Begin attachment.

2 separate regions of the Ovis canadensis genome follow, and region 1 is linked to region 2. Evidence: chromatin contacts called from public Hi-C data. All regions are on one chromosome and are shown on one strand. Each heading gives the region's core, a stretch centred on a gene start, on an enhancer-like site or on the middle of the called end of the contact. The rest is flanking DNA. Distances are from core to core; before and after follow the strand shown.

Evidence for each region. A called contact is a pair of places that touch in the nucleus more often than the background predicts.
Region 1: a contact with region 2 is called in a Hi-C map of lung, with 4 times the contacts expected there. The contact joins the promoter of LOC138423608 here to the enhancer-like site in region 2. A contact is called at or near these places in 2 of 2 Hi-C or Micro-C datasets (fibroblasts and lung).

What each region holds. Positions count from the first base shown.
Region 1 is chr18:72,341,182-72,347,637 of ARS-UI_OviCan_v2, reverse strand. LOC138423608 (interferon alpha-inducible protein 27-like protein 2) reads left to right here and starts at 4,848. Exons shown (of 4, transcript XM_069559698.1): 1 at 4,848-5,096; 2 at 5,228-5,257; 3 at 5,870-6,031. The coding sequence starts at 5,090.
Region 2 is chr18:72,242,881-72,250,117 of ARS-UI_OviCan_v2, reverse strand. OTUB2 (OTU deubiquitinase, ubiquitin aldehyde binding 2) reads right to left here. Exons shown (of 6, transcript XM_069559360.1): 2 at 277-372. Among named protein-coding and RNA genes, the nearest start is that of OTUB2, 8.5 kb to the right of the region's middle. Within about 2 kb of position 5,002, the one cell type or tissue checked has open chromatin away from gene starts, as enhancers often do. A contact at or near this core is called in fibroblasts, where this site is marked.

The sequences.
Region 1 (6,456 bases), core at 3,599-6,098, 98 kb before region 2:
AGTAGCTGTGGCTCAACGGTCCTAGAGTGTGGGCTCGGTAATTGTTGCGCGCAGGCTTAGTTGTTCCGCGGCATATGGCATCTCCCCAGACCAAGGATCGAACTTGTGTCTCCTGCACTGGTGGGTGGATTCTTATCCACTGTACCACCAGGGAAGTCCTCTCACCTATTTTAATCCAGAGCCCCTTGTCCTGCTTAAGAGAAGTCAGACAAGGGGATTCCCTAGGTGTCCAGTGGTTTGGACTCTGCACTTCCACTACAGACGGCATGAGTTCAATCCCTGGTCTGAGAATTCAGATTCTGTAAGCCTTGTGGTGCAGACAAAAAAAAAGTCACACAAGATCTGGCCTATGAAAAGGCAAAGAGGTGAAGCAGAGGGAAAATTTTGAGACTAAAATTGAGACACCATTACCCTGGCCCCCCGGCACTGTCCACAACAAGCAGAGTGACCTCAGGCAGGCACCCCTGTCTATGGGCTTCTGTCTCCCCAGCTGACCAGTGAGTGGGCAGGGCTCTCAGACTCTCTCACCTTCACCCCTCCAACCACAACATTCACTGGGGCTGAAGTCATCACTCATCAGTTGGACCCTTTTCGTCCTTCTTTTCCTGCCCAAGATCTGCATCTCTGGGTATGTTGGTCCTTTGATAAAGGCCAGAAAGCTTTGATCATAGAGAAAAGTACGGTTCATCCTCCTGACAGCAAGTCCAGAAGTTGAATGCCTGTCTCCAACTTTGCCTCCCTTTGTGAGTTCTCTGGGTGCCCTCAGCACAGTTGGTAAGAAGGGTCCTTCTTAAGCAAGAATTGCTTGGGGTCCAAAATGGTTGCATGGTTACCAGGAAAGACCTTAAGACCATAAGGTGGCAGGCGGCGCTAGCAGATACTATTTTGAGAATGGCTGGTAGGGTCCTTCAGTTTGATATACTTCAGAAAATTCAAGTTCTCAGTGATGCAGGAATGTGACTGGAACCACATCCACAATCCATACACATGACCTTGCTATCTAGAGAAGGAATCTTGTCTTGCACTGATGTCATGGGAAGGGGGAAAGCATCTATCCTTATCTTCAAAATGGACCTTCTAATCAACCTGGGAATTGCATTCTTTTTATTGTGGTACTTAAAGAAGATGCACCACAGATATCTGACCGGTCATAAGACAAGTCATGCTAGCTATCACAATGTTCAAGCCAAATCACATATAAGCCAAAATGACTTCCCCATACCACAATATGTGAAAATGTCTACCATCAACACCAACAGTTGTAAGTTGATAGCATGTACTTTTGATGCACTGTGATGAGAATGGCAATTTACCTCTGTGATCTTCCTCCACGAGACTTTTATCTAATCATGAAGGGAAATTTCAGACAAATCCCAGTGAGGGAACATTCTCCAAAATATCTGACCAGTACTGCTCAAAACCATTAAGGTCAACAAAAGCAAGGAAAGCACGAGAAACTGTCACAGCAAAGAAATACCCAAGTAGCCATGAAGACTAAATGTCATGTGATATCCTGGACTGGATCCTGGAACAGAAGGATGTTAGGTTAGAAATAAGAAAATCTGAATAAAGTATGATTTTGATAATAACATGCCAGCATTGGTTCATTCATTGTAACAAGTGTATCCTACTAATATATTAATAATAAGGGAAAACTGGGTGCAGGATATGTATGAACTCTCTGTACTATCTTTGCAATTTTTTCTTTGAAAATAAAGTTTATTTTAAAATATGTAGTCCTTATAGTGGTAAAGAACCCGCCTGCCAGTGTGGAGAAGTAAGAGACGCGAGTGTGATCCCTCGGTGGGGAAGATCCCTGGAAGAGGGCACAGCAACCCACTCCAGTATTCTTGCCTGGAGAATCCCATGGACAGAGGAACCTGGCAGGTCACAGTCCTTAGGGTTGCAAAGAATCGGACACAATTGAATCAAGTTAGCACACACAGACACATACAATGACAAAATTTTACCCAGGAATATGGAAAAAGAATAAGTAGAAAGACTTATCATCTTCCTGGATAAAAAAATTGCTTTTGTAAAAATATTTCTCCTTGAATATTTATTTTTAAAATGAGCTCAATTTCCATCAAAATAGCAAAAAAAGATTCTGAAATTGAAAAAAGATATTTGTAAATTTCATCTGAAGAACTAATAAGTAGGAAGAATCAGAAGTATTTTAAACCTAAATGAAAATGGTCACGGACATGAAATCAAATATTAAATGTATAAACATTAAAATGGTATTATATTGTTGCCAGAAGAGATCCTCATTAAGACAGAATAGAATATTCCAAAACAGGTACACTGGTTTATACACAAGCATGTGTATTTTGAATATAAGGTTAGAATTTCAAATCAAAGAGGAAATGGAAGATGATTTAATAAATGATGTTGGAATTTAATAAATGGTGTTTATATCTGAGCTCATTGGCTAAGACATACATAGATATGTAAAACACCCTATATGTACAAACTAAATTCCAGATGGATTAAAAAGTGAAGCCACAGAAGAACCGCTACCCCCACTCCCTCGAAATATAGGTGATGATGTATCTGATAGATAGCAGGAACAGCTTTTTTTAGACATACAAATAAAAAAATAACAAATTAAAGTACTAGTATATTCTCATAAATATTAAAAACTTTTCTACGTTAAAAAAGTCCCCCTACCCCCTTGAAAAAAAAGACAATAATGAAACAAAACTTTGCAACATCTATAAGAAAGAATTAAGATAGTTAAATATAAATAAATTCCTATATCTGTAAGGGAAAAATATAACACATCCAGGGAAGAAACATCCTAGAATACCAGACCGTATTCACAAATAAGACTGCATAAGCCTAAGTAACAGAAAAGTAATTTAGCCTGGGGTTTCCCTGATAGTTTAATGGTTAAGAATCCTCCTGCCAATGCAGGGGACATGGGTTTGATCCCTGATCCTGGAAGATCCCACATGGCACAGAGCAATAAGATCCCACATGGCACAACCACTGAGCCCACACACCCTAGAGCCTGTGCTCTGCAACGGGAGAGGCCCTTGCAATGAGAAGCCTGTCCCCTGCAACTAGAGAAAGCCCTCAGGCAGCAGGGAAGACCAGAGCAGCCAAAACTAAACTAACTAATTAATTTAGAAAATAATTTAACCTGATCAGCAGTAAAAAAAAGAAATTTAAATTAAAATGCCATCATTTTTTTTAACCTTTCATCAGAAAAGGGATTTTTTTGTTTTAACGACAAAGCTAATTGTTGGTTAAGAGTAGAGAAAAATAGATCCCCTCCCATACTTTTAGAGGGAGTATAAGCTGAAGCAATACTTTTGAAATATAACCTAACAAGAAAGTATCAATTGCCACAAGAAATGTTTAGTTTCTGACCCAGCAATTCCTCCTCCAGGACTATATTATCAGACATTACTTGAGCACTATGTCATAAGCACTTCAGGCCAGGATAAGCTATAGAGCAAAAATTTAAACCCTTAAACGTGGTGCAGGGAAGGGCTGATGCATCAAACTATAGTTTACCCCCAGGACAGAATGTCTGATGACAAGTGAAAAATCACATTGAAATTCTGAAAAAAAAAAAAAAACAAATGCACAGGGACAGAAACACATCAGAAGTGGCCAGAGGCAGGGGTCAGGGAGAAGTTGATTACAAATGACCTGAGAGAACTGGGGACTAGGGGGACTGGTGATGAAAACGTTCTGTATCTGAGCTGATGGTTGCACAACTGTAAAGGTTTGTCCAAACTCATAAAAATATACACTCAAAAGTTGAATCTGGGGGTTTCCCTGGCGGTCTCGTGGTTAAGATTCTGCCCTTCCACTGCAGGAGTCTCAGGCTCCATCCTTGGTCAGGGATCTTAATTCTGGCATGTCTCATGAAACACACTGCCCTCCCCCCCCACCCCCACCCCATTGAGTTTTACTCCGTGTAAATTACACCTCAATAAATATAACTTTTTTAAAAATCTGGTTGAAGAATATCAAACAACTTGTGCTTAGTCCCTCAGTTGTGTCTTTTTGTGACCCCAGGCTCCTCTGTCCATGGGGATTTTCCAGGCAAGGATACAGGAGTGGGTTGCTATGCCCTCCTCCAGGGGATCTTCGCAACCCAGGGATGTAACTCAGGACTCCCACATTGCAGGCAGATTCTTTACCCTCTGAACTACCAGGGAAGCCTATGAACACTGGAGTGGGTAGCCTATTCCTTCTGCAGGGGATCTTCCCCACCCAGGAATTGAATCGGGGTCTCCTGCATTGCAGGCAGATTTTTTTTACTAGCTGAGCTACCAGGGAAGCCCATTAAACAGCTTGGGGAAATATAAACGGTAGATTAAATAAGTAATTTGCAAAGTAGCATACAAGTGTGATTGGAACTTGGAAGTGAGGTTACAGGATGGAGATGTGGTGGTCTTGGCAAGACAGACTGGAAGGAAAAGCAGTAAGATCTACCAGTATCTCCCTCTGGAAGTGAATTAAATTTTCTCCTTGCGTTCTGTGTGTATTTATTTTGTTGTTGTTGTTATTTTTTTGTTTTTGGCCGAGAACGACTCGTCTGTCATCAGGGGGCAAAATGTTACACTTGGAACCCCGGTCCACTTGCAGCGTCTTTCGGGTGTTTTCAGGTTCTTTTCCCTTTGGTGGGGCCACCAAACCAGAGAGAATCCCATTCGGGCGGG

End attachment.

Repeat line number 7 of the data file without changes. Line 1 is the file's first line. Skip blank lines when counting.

The sequences.